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I'm still trying to get to grips with IoC, and I suppose I'm actually on the completely wrong track here concerning the way program flow/type resolution needs to be structured.

I have a WinForms application written pretty much "the old way" which I want to convert to an IoC structure using Autofac for practice purposes.
It consists of a main form from which a logon dialog can be opened, and after successfully connecting to a server, various functions can be performed against the server from the UI using a web service.

I have started configuring the Autofac container by registering the MainForm and LogonDialog classes, so my code in Program.cs looks like this:

    private static void Main()
        Autofac.IContainer container = buildContainer();


    private static Autofac.IContainer buildContainer()
        ContainerBuilder builder = new ContainerBuilder();

        builder.Register(c => new LogonDialog());

        IContainer container = builder.Build();

        return container;

The MainForm constructor takes a Func<LogonDialog> which is later used to instantiate the logon dialog in a using clause. This works.

I am now stuck at the following point:

After successful logon, the LogonDialog returns a Connection object that holds various information about the connection made to the server. One of its properties is a reference to the web service (IBackendWebservice) which is then passed to other objects that implement the various functionalities of the application (vaguely in a ViewModel/Controller manner). So I might have a constructor like FindRecordController(IBackendWebservice dbservice).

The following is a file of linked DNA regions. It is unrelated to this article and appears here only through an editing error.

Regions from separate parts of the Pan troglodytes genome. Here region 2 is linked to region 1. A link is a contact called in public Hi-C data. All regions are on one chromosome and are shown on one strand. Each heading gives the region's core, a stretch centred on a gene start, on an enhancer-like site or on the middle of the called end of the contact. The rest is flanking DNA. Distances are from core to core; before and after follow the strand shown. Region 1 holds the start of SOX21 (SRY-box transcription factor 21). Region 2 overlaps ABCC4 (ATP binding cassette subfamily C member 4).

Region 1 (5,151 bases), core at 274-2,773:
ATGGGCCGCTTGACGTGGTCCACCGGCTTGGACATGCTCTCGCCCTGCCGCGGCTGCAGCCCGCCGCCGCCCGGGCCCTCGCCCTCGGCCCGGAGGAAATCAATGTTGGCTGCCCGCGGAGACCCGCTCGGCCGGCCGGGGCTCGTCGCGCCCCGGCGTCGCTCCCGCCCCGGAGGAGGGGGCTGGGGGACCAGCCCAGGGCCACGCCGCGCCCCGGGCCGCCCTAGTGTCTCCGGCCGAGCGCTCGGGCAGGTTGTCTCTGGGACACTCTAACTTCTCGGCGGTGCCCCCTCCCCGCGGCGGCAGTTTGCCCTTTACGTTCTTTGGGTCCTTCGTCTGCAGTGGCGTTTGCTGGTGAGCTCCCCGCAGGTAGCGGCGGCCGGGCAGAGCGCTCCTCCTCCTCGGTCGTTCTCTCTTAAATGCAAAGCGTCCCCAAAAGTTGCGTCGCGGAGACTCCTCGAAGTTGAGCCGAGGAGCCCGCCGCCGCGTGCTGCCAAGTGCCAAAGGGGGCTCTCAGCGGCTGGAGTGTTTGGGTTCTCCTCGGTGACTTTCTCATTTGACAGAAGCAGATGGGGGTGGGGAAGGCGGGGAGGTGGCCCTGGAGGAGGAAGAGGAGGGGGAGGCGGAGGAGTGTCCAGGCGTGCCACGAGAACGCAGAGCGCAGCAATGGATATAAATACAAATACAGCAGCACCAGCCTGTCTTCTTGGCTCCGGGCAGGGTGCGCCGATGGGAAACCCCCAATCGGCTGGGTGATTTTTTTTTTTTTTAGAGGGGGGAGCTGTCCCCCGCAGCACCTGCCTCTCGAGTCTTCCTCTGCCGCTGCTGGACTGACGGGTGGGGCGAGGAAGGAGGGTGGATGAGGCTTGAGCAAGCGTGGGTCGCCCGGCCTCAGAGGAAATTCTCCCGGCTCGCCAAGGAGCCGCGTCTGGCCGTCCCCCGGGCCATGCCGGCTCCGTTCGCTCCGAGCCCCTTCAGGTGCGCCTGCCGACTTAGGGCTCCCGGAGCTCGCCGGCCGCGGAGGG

The next step in my conversion would probably be wiring up those controller types in the container, and along with those, I would of course like to have the IBackendWebservice instance registered so it can be automatically resolved whenever the interface is referenced. The problem now is obviously that at the point when I finally have the IBackendWebservice object, the container has already been built and can't accept any new registrations (and I don't have a reference to it anyway in my MainForm).

One thing that came to my mind right now is that I probably have to wire up a factory delegate for the Connection class and pass it to the LogonDialog, so the container has a reference to the Connection object I'm working with. But how would I then have to register the IBackendWebservice interface as a property of that Connection instance ? And how would I make sure the Connection instance can and will be replaced when a new connection is made through the logon dialog, but not in any other place the Connection type is being resolved ?
Does this thought make any sense at all ?

Thanks for any *pointers.

share|improve this question
actually you can update a container by creating new ContainerBuilder and executing Update method with container as paramerar like: builder.Update(container) – wiero Oct 2 '11 at 21:02
Thanks; I didn't know you can modify a container after building it. But after reading some more - that would mean making changes to the registration outside the composition root, and from what I understand, that should be the only place where types are registered, right ? [Yes, I know my question was actually pretty much asking for that. ;-)] – TeaDrivenDev Oct 3 '11 at 19:45

1 Answer 1

up vote 2 down vote accepted

You can communicate your intent through your design by letting LogonDialog take a dependency on a ConnectionContainer, which has a Connection property. Only types that may set the connection will take a dependency on it. Other types will take a dependency on Connection as they always did, but you can resolve it directly from the container:

builder.Register(c => c.Resolve<ConnectionContainer>().Connection).AsSelf();

(with scpoing modified as needed).

share|improve this answer
That makes sense, thank you; I'm gonna try that. – TeaDrivenDev Oct 3 '11 at 19:46

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